|Resistance to medication in babies
Feb 5, 2007
We have adopted a toddler who was infected at birth. His Dr. tells us that he is resistant to all the medications available for babies, and resistant to most everything else that is available. Phenotype testing shows the resistance. His Viral load and CD4 count fluctuate each time he has a test-sometimes high, sometimes declining. Why the fluctuations and if it is true that the HIV virus replicates most easily in brain cells, wouldn't developmental milestones and intellect then be affected? (Go Bears!)
Response from Dr. Sherer
Both viral loads and CD4 cell counts are more variable in children than in adults, and prone to greater and wider fluctuations. As you have probably heard, pediatricians use the CD4 percent, rather than the absolute number, because it is a more reliable and stable indicator of the child's immune status than the absolute number of CD4 cells, and it is less prone to such fluctuations. (The CD4 percent is also useful in adults with HIV infection).
Having resistance to all pediatric formulations also suggests the likelihood that the child is infected with a 'less fit' virus than wild type, which may be associated with lesser degrees of virulence and lower rates of diseaes progression than wild type virus.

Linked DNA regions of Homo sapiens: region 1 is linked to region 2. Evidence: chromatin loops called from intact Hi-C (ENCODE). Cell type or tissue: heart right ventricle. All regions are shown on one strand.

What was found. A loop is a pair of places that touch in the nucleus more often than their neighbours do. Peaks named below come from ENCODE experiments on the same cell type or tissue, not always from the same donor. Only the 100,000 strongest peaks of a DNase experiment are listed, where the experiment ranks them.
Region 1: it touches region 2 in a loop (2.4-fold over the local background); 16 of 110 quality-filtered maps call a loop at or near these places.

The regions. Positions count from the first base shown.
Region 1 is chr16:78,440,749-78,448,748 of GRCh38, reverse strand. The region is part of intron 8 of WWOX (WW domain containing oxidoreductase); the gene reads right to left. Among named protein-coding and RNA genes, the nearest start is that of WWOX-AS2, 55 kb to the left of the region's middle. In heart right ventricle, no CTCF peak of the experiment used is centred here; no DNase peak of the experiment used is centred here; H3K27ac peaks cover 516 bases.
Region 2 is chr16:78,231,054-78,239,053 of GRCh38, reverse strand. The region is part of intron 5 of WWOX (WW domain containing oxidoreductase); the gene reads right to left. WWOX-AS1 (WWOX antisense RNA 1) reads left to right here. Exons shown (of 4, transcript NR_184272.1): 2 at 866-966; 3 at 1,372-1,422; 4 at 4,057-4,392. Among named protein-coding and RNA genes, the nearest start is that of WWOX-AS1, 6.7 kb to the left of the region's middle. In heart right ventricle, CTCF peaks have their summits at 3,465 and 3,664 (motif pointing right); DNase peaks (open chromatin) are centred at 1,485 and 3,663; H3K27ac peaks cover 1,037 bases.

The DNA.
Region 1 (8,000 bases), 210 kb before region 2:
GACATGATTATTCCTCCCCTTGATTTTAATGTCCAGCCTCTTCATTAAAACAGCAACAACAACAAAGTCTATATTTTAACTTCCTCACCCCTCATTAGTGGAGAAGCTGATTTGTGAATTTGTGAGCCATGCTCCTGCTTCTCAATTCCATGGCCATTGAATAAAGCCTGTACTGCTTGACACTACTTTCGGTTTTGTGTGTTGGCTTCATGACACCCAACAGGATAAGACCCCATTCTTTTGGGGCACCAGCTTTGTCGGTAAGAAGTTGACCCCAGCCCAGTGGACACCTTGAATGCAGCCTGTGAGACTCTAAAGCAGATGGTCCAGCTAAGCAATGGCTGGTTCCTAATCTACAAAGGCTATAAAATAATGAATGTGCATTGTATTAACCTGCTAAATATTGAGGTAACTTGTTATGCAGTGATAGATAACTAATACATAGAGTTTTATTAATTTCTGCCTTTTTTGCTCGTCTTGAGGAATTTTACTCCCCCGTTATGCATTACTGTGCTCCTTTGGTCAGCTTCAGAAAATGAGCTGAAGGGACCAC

HIV does establish itself in the central nervous system early in the course of infection, but the overall clinical impact of these events is variable. While you may see impairments in your child's developmental milestones and intellect, that is not inevitable.
Finally, I urge you to stay abreast with your doctor of new developments in HIV treatments, including new drugs to which your child's virus may be susceptible. There are several new compounds available for adults that will be made in pediatric formulations in future.
Virus undetectable T-cells still dropping
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